For Sophie, small-town life has never felt small. She has the Yum Yum Shoppe, with its famous fourteen flavors of ice cream; her beloved marching band, the pride and joy of Acadia High (even if the football team disagrees); and her four best friends, loving and infuriating, wonderfully weird and all she could ever ask for.

Then August moves in next door. A quiet guy with a magnetic smile, August seems determined to keep everyone at arm's length. Sophie in particular.

Country stars, revenge plots, and a few fake kisses (along with some excellent real ones) await Sophie in this hilarious, heartfelt story.
 

My Review: 




I received a copy of this book from the publisher via NetGalley in exchange for an honest review. 

Sophie loves everything about her small town and is a proud member of the Marching Pride of Acadia which has been invited to march in the Rose Bowl Parade. Amidst a summer of fundraising for the trip, spending time with her best friends, volunteering at the library, and babysitting the neighbor kids, Sophie meets August. Even though August doesn't know who Megan Pleasant is (Acadia's claim to fame when she made it big after being on America's Next Country Star), Sophie works to convince August of Acadia's appeal. Still, her friends aren't sure August deserves to be added to their WWYSE (where would you spend eternity) text thread. Alternating between the last summer before senior year and a text thread with her sister (who doesn't come home from college for the summer), Sophie's story unfolds. 

THOUGHTS: Much more than the slow burning romance this book seems, friendship and mystery take center stage among the banter of friends. A must purchase for high school fans of realistic, character-driven romances.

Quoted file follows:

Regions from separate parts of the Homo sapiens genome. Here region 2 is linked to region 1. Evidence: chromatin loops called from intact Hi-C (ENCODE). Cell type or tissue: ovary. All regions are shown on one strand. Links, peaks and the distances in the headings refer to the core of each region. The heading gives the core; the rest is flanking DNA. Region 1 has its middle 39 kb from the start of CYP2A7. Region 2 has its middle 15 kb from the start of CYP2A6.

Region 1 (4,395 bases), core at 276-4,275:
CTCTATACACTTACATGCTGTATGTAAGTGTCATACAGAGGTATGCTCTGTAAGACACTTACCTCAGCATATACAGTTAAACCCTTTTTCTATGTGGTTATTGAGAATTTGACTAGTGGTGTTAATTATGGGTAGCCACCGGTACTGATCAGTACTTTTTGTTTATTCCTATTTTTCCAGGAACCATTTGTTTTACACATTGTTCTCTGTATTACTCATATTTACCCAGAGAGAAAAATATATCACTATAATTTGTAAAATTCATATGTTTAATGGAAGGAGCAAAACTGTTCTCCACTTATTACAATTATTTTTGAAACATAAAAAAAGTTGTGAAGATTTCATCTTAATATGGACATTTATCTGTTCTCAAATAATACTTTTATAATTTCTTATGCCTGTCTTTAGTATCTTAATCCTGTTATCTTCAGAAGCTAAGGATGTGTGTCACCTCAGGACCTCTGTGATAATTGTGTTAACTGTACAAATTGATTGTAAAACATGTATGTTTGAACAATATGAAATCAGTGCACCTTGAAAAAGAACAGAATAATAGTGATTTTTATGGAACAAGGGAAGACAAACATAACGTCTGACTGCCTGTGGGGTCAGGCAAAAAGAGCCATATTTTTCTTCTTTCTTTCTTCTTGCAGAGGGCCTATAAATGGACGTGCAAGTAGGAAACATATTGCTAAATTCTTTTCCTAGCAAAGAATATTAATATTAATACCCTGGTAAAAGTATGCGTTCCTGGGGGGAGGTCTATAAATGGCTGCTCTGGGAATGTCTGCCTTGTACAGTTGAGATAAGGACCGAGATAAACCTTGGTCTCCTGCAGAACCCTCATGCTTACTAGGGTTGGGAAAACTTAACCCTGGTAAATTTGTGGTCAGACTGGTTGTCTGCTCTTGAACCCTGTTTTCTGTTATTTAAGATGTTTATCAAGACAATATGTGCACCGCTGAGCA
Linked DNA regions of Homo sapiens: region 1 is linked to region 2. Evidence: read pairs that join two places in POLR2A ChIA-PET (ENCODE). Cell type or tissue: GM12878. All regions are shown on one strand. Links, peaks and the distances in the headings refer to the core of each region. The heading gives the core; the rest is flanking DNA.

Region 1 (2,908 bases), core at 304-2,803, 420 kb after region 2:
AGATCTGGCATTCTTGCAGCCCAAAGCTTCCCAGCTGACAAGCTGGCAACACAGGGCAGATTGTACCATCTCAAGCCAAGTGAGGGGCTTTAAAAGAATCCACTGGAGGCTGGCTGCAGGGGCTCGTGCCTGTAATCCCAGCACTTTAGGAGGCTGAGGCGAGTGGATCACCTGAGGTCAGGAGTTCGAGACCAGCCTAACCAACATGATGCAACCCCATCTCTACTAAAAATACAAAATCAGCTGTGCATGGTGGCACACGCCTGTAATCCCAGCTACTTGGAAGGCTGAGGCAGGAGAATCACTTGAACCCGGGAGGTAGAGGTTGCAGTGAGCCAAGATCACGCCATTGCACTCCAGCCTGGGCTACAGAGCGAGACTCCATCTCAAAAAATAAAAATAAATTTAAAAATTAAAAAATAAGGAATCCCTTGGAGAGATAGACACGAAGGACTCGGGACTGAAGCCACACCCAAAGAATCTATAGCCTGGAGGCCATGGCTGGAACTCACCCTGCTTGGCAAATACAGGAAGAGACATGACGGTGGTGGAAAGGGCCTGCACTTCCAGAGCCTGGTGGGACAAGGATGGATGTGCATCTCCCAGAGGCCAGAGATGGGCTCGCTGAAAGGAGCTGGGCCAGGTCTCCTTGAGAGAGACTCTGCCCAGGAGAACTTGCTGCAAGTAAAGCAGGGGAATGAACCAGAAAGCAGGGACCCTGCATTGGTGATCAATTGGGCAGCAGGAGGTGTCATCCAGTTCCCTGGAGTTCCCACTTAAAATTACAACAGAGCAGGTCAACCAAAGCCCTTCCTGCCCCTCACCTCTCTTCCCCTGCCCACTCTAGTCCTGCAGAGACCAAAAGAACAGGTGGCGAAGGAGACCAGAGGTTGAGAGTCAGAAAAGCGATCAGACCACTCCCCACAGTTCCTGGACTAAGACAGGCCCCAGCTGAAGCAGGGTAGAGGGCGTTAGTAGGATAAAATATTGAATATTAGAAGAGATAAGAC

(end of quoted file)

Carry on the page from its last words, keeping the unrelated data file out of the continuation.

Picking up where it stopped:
Two Can Keep a Secret by Karen McManus

McManus, Karen M. Two Can Keep a Secret. Delacorte Press, 2019. 978-1-524-71472-7. 336 p. $19.99. Gr. 9 and up.


From the Publisher: 

Echo Ridge is small-town America. Ellery's never been there, but she's heard all about it. Her aunt went missing there at age seventeen. And only five years ago, a homecoming queen put the town on the map when she was killed. Now Ellery has to move there to live with a grandmother she barely knows.

The town is picture-perfect, but it's hiding secrets. And before school even begins for Ellery, someone's declared open season on homecoming, promising to make it as dangerous as it was five years ago. Then, almost as if to prove it, another girl goes missing.

Ellery knows all about secrets. Her mother has them; her grandmother does too. And the longer she's in Echo Ridge, the clearer it becomes that everyone there is hiding something. The thing is, secrets are dangerous--and most people aren't good at keeping them. Which is why in Echo Ridge, it's safest to keep your secrets to yourself.

My Review: 


     


I received a copy of this book from the publisher via NetGalley in exchange for an honest review. 

With their mother Sadie away for the next four months, twins Ellery and Ezra are on the way to their grandmother's house in Echo Ridge. Echo Ridge is a place Sadie mostly avoided since turning eighteen and where the twins never have spent any time. If the bad omens since their arrival mean anything, it seems like the past is coming back to haunt Echo Ridge. A huge true-crime fan, Ellery has always been curious about her aunt's disappearance and the unsolved murder of an Echo Ridge homecoming queen five years ago. When mysterious threats start appearing around town, Ellery races against time (and her grandmother's fears), determined to get some answers.  

THOUGHTS: 
This small town is full of secrets, and no one will predict the ending. Readers will not be disappointed in McManus's second novel. This one is a must-have for high school mystery fans, and it will fly off of the shelves!